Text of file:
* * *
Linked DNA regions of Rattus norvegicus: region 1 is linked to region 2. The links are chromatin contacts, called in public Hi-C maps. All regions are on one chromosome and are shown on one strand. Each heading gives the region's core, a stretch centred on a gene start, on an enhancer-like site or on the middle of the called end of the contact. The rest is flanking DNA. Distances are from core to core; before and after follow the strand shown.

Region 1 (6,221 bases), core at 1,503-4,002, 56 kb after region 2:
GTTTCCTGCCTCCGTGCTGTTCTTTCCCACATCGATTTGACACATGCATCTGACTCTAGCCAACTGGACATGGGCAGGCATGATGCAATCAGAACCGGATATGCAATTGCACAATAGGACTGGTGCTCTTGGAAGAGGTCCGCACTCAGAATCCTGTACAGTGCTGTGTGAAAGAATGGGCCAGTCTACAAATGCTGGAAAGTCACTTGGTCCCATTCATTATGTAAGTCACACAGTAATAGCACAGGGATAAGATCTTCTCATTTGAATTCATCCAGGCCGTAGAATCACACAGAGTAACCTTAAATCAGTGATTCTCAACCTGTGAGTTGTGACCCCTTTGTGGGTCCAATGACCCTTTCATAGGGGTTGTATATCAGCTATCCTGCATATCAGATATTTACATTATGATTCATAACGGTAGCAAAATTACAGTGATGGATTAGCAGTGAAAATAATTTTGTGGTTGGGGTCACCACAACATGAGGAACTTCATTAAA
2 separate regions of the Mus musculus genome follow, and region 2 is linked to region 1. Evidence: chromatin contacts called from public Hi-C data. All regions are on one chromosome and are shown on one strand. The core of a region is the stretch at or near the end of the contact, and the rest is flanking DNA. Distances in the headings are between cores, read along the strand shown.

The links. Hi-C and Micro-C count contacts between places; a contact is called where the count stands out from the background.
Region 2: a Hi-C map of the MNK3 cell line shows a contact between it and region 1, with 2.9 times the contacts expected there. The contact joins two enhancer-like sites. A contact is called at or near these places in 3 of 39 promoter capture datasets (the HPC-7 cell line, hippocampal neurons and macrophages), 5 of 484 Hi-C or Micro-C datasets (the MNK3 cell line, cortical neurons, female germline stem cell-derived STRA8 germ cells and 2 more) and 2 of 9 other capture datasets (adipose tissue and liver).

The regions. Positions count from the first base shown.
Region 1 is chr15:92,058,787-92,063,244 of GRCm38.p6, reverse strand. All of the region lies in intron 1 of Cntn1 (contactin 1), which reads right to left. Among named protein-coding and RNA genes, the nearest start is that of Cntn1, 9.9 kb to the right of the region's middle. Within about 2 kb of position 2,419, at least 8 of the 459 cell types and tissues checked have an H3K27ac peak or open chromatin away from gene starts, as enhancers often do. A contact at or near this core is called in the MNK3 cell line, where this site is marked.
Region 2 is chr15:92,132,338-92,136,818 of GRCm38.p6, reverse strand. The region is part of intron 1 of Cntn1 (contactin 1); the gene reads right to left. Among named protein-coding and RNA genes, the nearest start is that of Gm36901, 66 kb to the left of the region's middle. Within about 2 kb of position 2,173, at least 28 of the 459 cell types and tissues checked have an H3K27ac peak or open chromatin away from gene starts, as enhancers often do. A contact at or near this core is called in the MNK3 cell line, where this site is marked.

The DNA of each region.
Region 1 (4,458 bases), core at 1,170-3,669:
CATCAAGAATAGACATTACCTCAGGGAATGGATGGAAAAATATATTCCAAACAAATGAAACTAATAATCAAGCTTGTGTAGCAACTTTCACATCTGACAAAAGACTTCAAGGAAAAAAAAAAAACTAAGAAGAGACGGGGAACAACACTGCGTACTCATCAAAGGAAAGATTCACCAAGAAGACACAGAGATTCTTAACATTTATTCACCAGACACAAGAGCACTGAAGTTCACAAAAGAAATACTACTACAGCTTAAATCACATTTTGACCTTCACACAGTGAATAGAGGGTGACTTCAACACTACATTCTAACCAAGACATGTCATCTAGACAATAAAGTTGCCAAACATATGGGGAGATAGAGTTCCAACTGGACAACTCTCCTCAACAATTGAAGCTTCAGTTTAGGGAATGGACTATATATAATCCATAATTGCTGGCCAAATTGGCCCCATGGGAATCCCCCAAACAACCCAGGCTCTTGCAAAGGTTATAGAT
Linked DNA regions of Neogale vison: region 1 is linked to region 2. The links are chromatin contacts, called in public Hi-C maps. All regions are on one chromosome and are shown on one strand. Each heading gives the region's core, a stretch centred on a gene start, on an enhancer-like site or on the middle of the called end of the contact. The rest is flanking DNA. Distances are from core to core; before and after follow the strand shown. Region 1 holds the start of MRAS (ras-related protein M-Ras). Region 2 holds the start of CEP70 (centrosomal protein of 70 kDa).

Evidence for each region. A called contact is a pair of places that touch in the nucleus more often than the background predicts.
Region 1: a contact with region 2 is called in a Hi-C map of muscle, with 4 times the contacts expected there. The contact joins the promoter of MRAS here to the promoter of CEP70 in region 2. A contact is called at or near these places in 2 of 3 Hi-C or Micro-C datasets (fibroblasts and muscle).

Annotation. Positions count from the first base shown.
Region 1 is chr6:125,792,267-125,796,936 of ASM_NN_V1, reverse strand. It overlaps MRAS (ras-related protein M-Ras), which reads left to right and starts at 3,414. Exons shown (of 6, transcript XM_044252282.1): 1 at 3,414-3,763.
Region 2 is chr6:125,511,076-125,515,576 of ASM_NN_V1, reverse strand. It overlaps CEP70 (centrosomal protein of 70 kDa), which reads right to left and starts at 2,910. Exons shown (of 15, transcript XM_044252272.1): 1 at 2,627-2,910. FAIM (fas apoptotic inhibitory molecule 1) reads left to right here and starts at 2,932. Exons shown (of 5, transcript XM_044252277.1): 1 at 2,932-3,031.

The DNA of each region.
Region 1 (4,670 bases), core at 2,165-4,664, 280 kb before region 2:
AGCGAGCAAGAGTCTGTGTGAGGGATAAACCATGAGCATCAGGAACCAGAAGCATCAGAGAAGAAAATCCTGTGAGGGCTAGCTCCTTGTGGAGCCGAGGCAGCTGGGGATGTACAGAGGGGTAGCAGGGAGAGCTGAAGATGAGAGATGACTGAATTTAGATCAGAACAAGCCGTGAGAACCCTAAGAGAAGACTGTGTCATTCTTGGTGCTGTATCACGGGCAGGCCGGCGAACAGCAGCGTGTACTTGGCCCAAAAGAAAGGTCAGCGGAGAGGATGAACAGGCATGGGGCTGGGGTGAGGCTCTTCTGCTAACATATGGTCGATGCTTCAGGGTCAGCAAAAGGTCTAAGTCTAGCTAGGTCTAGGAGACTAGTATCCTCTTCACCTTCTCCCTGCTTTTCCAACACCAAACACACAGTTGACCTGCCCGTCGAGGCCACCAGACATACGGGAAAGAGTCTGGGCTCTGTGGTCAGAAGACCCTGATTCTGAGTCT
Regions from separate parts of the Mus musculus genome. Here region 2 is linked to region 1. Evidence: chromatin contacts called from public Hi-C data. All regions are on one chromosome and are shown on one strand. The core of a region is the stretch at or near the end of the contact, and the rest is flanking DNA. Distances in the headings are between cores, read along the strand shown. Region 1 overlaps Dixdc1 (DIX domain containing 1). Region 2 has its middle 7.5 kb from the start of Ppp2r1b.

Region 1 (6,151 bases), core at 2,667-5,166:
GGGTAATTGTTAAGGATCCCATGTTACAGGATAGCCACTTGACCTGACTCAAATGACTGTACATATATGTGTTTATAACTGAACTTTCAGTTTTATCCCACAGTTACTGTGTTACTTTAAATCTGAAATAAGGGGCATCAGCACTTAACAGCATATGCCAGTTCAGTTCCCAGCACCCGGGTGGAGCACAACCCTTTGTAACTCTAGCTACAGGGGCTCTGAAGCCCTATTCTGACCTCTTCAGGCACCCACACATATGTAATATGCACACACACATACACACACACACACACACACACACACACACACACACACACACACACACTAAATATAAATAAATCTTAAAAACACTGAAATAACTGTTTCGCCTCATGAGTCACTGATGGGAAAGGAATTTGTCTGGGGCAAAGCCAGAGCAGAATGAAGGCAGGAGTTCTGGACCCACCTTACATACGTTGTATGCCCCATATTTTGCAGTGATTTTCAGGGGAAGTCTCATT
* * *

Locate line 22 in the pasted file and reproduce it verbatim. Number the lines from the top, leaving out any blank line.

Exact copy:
Regions from separate parts of the Mus musculus genome. Here region 2 is linked to region 1. Evidence: chromatin contacts called from public Hi-C data. All regions are on one chromosome and are shown on one strand. The core of a region is the stretch at or near the end of the contact, and the rest is flanking DNA. Distances in the headings are between cores, read along the strand shown. Region 1 overlaps Dixdc1 (DIX domain containing 1). Region 2 has its middle 7.5 kb from the start of Ppp2r1b.